Date of Graduation


Document Type


Degree Type



Chambers College of Business and Economics



Committee Chair

Joshua Hall

Committee Member

Bryan McCannon

Committee Member

Alexander Lundberg

Committee Member

Jack Dorminey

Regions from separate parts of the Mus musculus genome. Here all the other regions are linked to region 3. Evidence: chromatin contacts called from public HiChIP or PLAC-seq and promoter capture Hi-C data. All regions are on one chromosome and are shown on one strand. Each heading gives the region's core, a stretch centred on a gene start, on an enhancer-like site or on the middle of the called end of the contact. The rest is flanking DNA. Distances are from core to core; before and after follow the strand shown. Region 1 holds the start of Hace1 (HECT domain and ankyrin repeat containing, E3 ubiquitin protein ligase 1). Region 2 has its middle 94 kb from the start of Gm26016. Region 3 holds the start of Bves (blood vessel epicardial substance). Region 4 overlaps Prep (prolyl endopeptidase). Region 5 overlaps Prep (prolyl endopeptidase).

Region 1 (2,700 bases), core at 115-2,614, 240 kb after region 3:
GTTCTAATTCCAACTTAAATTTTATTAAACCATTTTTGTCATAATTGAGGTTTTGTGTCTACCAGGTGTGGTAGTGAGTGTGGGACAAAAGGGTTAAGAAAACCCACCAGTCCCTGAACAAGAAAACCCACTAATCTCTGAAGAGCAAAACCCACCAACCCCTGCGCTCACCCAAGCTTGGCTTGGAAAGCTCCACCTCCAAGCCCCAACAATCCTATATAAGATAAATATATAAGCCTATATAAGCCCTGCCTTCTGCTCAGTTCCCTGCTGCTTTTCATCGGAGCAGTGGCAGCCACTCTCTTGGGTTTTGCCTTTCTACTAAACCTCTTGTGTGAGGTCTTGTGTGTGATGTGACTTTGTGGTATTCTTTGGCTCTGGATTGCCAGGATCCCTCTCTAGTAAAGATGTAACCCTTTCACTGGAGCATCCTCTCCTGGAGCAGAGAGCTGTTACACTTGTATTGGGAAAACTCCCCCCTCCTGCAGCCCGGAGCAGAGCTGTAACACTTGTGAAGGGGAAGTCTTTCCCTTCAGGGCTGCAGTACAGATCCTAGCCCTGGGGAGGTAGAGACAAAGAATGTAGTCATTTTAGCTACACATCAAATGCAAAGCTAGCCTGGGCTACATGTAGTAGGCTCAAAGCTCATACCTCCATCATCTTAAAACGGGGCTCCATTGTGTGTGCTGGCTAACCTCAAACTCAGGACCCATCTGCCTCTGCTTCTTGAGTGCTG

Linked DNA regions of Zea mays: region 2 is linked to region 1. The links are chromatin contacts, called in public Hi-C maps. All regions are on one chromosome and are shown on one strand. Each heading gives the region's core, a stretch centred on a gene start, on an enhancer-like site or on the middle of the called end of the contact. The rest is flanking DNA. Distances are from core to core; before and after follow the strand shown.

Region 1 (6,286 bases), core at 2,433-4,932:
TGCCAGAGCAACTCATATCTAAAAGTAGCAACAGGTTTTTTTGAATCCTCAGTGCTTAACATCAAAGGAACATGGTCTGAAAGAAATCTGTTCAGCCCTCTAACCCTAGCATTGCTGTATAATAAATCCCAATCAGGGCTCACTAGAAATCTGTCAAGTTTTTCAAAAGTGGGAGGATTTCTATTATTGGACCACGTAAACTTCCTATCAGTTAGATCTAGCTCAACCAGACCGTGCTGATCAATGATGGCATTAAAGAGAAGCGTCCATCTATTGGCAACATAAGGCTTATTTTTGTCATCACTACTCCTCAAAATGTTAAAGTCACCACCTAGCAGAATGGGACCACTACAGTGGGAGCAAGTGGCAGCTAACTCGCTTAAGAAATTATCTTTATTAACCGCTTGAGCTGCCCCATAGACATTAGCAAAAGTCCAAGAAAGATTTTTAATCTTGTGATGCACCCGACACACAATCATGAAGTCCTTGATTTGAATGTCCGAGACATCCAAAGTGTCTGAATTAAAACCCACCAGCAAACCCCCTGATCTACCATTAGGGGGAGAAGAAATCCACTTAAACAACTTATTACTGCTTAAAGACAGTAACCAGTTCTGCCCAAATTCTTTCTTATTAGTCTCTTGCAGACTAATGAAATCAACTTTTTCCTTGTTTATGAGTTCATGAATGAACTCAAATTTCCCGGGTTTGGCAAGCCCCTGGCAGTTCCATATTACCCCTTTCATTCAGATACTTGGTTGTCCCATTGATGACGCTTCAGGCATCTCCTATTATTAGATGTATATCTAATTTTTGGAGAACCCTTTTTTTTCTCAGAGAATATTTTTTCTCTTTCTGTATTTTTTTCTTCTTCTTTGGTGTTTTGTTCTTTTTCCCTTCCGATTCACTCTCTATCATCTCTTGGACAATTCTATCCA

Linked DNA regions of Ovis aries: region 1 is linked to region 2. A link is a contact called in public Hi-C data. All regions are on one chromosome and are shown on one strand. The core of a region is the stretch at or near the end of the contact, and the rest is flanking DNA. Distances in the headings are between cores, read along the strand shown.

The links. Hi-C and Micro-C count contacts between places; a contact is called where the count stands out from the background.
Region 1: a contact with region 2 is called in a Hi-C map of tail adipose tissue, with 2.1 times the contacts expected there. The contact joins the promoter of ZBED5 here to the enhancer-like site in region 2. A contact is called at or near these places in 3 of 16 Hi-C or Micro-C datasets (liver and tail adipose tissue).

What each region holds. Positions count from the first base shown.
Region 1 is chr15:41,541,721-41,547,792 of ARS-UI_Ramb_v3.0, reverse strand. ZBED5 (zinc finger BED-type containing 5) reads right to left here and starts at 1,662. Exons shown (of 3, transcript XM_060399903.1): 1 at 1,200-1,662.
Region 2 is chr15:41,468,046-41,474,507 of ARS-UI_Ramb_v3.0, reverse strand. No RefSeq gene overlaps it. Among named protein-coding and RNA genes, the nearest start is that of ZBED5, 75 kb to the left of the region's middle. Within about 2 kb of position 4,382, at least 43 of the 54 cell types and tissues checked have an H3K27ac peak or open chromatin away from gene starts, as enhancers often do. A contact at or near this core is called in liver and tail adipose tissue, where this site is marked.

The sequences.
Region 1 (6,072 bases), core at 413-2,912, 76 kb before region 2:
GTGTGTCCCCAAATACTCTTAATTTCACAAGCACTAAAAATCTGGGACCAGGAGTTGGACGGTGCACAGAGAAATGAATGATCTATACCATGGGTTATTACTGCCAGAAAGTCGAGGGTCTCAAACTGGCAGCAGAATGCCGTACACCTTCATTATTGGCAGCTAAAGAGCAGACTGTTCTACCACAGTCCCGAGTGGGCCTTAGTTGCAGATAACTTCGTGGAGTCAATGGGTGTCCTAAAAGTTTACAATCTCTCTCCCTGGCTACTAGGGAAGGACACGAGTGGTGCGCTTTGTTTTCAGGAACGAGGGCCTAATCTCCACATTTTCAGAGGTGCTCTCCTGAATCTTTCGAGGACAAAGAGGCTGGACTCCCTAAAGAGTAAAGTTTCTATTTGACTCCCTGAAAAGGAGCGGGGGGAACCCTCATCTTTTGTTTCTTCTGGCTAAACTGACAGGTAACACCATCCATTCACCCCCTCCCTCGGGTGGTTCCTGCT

This dissertation investigates three relevant topics in law and economics literature. The first chapter explores the effectiveness of a crime prevention policy in Detroit, Project Green Light. This initiative began in 2016 and was aimed at reducing crime around high-risk businesses. Reductions in crime can be found in the business block that housed the green light, with a potential diffusion of benefits to their immediate neighbors. Using calls for service produces mixed results and suggest that there may be an increase in proactive policing within these areas. Lastly, response times do appear to decrease significantly. The second chapter empirically evaluates the dominant theory of plea bargaining in economics, using police officer deaths as plausibly exogenous variation to the sentencing process. We argue these deaths are salient to the potential voter base, thus increasing the probability of conviction at trial, funneling back into the plea bargaining process through harsher plea bargained sentence agreements. Considering only cases that were already in process at the time of a death, and located within the same county as the death, we find a 13\% increase in plea bargaining sentences on average. The final chapter examines the impact of new public prison openings in Florida. Exploiting spatial and temporal variation in each case, I find a nine-month window of increased incarceration rates for those defendants most likely to face incarceration at the new prison. This effect is more pronounced in plea bargained cases, suggesting that prosecutors may be shifting their behavior during this time.